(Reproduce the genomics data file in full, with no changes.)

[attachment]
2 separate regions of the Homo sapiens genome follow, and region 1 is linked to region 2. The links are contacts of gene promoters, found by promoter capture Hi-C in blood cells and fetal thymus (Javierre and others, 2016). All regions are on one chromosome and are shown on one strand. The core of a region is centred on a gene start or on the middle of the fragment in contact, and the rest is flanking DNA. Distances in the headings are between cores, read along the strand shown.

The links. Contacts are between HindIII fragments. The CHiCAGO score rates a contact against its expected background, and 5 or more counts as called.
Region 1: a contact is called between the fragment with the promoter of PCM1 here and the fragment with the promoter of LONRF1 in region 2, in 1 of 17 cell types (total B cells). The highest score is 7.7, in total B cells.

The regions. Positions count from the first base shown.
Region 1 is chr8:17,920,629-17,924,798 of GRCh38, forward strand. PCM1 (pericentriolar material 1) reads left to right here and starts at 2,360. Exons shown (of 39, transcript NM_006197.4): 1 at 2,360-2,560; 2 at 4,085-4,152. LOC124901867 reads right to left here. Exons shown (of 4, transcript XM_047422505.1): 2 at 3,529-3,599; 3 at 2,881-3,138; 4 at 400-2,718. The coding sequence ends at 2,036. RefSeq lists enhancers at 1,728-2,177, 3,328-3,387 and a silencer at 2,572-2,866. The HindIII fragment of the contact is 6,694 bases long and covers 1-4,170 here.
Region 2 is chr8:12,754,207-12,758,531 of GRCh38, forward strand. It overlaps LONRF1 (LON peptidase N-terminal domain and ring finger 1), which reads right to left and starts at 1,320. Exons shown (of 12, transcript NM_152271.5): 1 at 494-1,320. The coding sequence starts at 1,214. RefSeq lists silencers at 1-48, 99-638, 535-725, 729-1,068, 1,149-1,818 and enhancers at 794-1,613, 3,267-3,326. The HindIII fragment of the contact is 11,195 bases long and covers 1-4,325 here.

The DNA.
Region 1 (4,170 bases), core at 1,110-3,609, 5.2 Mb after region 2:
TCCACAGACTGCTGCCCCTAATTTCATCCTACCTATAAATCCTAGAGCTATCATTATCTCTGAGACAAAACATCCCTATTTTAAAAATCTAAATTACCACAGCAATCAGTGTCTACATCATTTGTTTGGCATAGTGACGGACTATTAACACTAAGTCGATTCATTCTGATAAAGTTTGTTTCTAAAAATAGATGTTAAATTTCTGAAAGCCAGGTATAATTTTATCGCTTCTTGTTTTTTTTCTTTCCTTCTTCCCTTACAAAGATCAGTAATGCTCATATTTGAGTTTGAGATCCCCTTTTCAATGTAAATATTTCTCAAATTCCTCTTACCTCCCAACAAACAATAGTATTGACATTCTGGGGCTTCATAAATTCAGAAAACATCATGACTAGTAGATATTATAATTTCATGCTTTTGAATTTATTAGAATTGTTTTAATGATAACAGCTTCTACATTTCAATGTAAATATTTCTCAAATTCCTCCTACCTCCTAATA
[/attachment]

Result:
2 separate regions of the Homo sapiens genome follow, and region 1 is linked to region 2. The links are contacts of gene promoters, found by promoter capture Hi-C in blood cells and fetal thymus (Javierre and others, 2016). All regions are on one chromosome and are shown on one strand. The core of a region is centred on a gene start or on the middle of the fragment in contact, and the rest is flanking DNA. Distances in the headings are between cores, read along the strand shown.

The links. Contacts are between HindIII fragments. The CHiCAGO score rates a contact against its expected background, and 5 or more counts as called.
Region 1: a contact is called between the fragment with the promoter of PCM1 here and the fragment with the promoter of LONRF1 in region 2, in 1 of 17 cell types (total B cells). The highest score is 7.7, in total B cells.

The regions. Positions count from the first base shown.
Region 1 is chr8:17,920,629-17,924,798 of GRCh38, forward strand. PCM1 (pericentriolar material 1) reads left to right here and starts at 2,360. Exons shown (of 39, transcript NM_006197.4): 1 at 2,360-2,560; 2 at 4,085-4,152. LOC124901867 reads right to left here. Exons shown (of 4, transcript XM_047422505.1): 2 at 3,529-3,599; 3 at 2,881-3,138; 4 at 400-2,718. The coding sequence ends at 2,036. RefSeq lists enhancers at 1,728-2,177, 3,328-3,387 and a silencer at 2,572-2,866. The HindIII fragment of the contact is 6,694 bases long and covers 1-4,170 here.
Region 2 is chr8:12,754,207-12,758,531 of GRCh38, forward strand. It overlaps LONRF1 (LON peptidase N-terminal domain and ring finger 1), which reads right to left and starts at 1,320. Exons shown (of 12, transcript NM_152271.5): 1 at 494-1,320. The coding sequence starts at 1,214. RefSeq lists silencers at 1-48, 99-638, 535-725, 729-1,068, 1,149-1,818 and enhancers at 794-1,613, 3,267-3,326. The HindIII fragment of the contact is 11,195 bases long and covers 1-4,325 here.

The DNA.
Region 1 (4,170 bases), core at 1,110-3,609, 5.2 Mb after region 2:
TCCACAGACTGCTGCCCCTAATTTCATCCTACCTATAAATCCTAGAGCTATCATTATCTCTGAGACAAAACATCCCTATTTTAAAAATCTAAATTACCACAGCAATCAGTGTCTACATCATTTGTTTGGCATAGTGACGGACTATTAACACTAAGTCGATTCATTCTGATAAAGTTTGTTTCTAAAAATAGATGTTAAATTTCTGAAAGCCAGGTATAATTTTATCGCTTCTTGTTTTTTTTCTTTCCTTCTTCCCTTACAAAGATCAGTAATGCTCATATTTGAGTTTGAGATCCCCTTTTCAATGTAAATATTTCTCAAATTCCTCTTACCTCCCAACAAACAATAGTATTGACATTCTGGGGCTTCATAAATTCAGAAAACATCATGACTAGTAGATATTATAATTTCATGCTTTTGAATTTATTAGAATTGTTTTAATGATAACAGCTTCTACATTTCAATGTAAATATTTCTCAAATTCCTCCTACCTCCTAATA